To help in digestion, the liver produces a fluid called bile which is stored in the gallbladder. The hardened deposits of the bile are called gallstones. Most of the gallstones are made up of cholesterol and bilirubin which are waste products carried away by bile. The condition of the presence of gallstones is called Cholelithiasis. Few people may develop many gallstones at a time and others may develop only one gallstone.
Types of gallstones
There are two types of gallstones and they are:
- Cholesterol gallstones: Most of the diagnosed gallstones are made up of cholesterol and makeup to 80%. They appear in yellowish-green color.
- Pigment gallstones: Pigment gallstones appear darker in color and small in size. These gallstones are made up of bilirubin.
Causes for gallstones
According to the studies conducted by research scientists and doctors, it came to light that there is no exact cause for gallstones formation. However, it is found that most of the gallstones are made of 80% cholesterol and 20% of bilirubin & calcium salts. However, the below theories may convey how gallstones are formed.
Excess cholesterol in bile:
Generally, bile dissolves cholesterol. So, if the liver starts producing excessive levels of cholesterol that bile cannot dissolve, then gallstones can form. These gallstones appear yellow in color.
More bilirubin in bile:
The liver destroys old red blood cells and produces a chemical-Bilirubin. Gallbladder usually breaks the excess bilirubin for better overall health. In a few conditions like liver damage and blood disorders, the liver may produce more amounts of bilirubin that the gallbladder can’t break down. Due to this, pigment gallstones may form that appear dark in color and harder.
Emptying of the gallbladder keeps the overall health of an individual in the best condition. So, if the gallbladder doesn’t empty properly or fails to empty, then the bile becomes extremely concentrated which can cause it to form gallstones.
Usually, gallstones don’t cause any symptoms and don’t require any treatment. However, patients who experience any symptoms of gallstones should undergo surgery. If symptoms become severe, then gallstones may block the duct. The following are a few of those symptoms:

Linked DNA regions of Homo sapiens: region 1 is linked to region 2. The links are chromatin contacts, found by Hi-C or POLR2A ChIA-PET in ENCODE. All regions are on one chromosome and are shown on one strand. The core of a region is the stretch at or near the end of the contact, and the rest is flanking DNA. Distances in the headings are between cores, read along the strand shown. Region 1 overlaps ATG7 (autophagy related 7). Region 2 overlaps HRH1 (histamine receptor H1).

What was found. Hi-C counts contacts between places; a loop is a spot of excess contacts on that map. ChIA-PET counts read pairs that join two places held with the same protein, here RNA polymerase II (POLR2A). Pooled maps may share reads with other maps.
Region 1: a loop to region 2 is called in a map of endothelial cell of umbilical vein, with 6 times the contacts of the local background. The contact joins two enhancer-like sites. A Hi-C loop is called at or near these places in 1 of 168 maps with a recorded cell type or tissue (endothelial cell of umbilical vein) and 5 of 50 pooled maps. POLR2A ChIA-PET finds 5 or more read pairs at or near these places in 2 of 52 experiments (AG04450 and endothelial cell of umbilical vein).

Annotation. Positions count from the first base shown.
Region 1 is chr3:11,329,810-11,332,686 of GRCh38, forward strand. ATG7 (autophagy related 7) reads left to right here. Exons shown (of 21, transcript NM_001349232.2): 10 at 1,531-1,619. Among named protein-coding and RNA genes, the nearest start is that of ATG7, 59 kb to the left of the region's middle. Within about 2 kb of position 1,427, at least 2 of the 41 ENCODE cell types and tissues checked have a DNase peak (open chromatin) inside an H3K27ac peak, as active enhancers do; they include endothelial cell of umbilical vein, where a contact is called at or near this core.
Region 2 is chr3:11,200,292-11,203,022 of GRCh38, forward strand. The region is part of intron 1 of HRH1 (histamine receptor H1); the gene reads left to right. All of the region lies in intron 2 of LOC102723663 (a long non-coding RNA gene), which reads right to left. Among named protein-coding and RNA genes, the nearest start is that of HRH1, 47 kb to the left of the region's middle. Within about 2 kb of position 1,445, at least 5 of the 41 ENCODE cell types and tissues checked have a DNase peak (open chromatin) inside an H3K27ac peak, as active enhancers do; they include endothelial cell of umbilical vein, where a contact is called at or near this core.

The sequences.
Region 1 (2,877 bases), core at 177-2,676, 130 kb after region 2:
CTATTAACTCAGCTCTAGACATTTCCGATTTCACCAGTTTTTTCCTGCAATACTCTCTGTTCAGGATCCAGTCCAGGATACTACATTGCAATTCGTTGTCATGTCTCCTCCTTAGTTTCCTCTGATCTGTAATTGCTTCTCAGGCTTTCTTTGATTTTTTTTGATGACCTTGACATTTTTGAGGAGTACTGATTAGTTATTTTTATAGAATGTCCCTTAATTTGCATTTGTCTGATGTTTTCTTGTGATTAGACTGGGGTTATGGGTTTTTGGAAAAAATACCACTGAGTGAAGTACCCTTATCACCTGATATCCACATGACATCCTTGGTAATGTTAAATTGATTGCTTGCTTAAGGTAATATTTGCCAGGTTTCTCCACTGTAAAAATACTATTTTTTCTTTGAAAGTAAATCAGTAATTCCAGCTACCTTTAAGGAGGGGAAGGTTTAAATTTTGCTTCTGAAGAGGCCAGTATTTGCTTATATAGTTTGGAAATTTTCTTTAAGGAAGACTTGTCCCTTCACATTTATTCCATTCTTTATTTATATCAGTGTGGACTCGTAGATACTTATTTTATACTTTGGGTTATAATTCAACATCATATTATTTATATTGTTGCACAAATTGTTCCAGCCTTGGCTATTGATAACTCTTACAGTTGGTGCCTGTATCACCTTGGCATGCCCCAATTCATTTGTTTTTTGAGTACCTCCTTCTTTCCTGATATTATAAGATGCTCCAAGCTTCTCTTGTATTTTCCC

- Severe and intense pain in the center and the upper region of the abdomen
- Pain in the back of the shoulders
- Persistent pain that lasts from minutes to hours
- Nausea and vomiting
Gastroenterologists, general surgeons, and abdominal surgeons can evaluate and diagnose gallstones [Cholelithiasis]. Primary a physical examination will be performed and then any of the following tests may be recommended.
- Ultrasound: This test helps to check the inside of the body by producing images.
- Blood tests: Blood tests help the healthcare providers to rule out other medical conditions and to check the signs of any infection and blockages in the blood vessels.
- HIDA scan [Cholescintigraphy]: During this test, radioactive material will be injected into the organ and checks whether the gallbladder is functioning properly or not.
- ERCP [Endoscopic retrograde cholangiopancreatography]: In this test, an endoscope is inserted into the mouth of a patient till the small intestine. Then, a dye will be passed down to check the presence of gallstones. If the doctor finds out any presence of gallstones, then they can be removed.
- MRCP [Magnetic resonance cholangiopancreatography]: Magnetic pulses and radio wave energy are used in this test to picture the internal organs of the body like the liver and gallbladder. So, doctors can check the presence of gallstones.
- CT scan: In this test, specialized X-rays are being used to visualize and see the body parts. This also helps to check the gallbladder for the diagnosis of gallstones.
Every disease can cause complications if left untreated. So, the following are a few of the major complications associated with gallstones.
- Severe pain and fever due to inflammation of the gallbladder [cholecystitis]
- Inflammation of the pancreas [pancreatitis] due to blockage of the pancreatic duct
- Blockage of the gallbladder
- Infection of the bile duct
- Intense and sharp abdominal pain
- Rare chances of developing gallbladder cancer
Management of gallstones: Gallstone treatment & prevention
If the gallstones are small in size and do not require any surgical intervention, then the doctor may prescribe a few medications. These medications can help in dissolving the gallstones. However, in severe cases, the removal of the gallbladder may be suggested by the doctor to provide a good quality of life.
Open gallstone removal [Open cholecystectomy]:
- The patient will be sedated using general anesthesia.
- Then, large cuts are made on the belly or abdomen to examine and to remove the whole gallbladder.
- Once the surgery is performed, the cuts will be stitched together which can result in the formation of scars.
- Either local or general anesthesia will be used to sedate the patient.
- Once the patient is sedated, small incisions or cuts are made on the bully to pass the laparoscope into the abdomen.
- Once the surgeon finds out the presence of gallstones, depending on severity, the whole gallbladder may be removed.
Out of these 2 surgeries, laparoscopic cholecystectomy is preferred over open surgery. This is because laparoscopic removal of gallstones involves less risk of infection, few incisions compared to the large incision, quick recovery, safe and effective, and same-day discharge of the patient.
Few of the lifestyle modifications and preventive measures should be followed by an individual to avoid or to manage the occurrence of gallstones and they are:
- Don’t skip meals as it can increase the risk of developing gallstones
- Should eat fiber-rich food items
- Should lose weight slowly as rapid weight loss may increase the risk of gallstones
- Do regular exercises for about 30 minutes